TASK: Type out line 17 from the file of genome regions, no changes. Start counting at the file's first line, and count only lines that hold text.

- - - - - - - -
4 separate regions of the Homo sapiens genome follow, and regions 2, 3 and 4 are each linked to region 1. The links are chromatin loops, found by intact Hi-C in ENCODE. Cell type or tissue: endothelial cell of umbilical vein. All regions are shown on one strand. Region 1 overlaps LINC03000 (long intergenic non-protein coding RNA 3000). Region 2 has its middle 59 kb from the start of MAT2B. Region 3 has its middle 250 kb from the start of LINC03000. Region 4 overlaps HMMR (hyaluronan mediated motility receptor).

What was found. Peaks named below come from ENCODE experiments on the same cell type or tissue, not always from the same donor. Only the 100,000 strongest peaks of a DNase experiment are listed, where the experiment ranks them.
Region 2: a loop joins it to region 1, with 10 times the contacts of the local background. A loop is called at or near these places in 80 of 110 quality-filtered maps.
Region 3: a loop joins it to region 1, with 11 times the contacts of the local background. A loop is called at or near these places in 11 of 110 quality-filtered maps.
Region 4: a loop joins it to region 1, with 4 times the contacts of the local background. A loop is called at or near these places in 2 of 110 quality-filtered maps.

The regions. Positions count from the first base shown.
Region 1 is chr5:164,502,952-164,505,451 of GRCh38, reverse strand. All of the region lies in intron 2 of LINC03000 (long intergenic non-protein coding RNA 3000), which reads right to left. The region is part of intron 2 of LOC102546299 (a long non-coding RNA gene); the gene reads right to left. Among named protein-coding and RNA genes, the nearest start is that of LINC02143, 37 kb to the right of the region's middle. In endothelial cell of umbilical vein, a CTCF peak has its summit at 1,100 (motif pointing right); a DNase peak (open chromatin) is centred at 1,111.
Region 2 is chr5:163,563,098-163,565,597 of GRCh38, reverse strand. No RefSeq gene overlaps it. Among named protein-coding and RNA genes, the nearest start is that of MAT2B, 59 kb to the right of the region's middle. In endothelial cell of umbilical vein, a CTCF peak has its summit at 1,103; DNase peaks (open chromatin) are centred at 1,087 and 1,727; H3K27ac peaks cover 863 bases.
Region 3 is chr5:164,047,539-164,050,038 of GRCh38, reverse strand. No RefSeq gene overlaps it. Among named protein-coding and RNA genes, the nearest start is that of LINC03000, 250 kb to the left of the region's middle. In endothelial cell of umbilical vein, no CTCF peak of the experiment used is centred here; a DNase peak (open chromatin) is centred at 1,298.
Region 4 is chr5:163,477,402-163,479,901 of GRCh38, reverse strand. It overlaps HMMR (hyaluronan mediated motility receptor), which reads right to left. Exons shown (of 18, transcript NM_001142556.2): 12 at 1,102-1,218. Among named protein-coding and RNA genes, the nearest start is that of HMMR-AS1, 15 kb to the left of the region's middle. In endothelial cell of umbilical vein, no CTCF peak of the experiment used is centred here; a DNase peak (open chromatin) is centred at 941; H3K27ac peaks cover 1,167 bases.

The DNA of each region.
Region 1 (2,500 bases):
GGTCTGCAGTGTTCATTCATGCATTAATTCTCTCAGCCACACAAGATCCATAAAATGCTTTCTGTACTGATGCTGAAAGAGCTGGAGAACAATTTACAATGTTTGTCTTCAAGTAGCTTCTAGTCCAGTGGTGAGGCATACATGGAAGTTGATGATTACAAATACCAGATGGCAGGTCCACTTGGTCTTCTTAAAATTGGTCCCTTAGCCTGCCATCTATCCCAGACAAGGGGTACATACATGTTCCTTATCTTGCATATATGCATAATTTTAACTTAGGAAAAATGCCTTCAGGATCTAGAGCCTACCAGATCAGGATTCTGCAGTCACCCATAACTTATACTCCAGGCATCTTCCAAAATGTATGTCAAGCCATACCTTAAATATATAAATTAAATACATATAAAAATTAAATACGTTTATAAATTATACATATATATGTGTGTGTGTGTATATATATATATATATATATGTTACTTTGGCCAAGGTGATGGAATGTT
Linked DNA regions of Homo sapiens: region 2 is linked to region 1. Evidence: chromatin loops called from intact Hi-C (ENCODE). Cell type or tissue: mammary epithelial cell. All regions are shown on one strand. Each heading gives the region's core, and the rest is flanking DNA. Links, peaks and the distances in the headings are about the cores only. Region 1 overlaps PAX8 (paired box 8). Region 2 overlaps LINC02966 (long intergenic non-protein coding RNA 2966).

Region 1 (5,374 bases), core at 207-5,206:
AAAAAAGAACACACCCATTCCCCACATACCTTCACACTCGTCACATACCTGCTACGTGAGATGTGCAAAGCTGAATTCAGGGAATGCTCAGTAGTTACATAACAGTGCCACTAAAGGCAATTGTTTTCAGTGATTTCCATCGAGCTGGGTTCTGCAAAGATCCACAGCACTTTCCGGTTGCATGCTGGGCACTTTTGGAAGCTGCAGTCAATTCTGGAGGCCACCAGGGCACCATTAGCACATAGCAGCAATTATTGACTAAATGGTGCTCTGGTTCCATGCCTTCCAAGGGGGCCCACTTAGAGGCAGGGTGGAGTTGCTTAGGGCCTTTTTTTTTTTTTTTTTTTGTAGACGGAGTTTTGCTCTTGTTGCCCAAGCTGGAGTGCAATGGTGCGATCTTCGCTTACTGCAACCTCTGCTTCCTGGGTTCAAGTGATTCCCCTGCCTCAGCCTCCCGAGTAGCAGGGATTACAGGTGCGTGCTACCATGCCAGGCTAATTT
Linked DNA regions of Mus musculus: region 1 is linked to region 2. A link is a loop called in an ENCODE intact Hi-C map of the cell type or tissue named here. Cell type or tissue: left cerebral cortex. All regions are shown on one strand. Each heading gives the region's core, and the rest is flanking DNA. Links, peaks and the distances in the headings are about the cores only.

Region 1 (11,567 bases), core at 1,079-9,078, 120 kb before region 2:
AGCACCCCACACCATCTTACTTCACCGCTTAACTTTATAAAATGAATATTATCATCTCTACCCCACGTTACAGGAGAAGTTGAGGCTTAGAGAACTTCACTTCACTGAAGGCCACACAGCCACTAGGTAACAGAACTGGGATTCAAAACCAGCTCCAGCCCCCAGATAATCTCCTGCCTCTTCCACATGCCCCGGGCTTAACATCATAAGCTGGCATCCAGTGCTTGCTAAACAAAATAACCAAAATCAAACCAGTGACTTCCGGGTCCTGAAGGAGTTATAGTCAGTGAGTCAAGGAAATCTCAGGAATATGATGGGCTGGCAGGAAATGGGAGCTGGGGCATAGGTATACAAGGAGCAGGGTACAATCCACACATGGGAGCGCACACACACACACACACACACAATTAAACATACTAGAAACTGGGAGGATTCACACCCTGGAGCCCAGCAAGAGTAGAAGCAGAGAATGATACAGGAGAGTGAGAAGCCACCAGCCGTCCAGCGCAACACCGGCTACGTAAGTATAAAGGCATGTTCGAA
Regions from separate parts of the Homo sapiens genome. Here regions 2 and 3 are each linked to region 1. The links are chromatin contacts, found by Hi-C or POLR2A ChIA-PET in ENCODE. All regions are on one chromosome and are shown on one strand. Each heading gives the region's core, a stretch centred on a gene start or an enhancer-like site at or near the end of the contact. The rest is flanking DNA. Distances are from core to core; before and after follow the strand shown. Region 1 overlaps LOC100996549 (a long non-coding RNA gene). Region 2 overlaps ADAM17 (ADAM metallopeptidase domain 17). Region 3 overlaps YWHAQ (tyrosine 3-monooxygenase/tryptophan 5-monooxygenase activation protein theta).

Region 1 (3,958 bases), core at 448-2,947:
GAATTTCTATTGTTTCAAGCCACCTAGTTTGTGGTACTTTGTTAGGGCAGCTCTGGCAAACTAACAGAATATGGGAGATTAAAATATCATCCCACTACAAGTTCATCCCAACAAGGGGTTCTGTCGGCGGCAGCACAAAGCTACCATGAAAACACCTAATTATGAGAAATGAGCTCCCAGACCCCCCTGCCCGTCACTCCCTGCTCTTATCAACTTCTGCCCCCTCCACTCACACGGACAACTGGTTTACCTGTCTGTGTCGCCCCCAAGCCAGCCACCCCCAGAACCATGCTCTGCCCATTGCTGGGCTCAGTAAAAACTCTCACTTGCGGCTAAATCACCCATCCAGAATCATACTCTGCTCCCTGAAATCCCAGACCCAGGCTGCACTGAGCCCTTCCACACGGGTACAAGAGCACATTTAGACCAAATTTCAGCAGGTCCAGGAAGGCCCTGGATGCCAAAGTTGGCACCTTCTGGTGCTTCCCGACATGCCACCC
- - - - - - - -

Linked DNA regions of Mus musculus: region 1 is linked to region 2. A link is a loop called in an ENCODE intact Hi-C map of the cell type or tissue named here. Cell type or tissue: left cerebral cortex. All regions are shown on one strand. Each heading gives the region's core, and the rest is flanking DNA. Links, peaks and the distances in the headings are about the cores only.